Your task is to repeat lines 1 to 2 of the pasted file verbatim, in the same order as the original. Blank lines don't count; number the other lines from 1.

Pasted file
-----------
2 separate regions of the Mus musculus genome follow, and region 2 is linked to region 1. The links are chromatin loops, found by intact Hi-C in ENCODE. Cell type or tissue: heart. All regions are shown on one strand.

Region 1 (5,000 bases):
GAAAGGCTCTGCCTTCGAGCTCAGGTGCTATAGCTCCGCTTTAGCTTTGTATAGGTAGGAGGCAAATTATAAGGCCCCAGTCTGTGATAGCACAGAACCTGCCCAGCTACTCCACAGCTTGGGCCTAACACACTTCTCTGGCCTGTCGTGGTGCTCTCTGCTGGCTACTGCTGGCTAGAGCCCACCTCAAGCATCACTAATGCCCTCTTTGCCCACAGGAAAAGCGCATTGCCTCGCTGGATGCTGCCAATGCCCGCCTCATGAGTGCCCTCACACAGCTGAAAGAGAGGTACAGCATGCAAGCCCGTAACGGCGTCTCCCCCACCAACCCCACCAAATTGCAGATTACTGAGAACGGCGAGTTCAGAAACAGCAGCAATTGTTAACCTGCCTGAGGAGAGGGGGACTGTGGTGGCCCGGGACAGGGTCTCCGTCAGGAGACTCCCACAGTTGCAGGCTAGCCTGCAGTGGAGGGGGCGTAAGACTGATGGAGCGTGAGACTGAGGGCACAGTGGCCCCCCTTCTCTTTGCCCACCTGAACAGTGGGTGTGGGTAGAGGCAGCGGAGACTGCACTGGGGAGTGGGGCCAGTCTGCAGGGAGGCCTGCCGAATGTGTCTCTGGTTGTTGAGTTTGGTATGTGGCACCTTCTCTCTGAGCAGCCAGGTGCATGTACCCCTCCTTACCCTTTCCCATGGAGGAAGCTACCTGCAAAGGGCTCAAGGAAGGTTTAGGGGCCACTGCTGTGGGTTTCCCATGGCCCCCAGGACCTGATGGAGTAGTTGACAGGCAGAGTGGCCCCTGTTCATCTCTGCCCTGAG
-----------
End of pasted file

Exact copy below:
2 separate regions of the Mus musculus genome follow, and region 2 is linked to region 1. The links are chromatin loops, found by intact Hi-C in ENCODE. Cell type or tissue: heart. All regions are shown on one strand.

Region 1 (5,000 bases):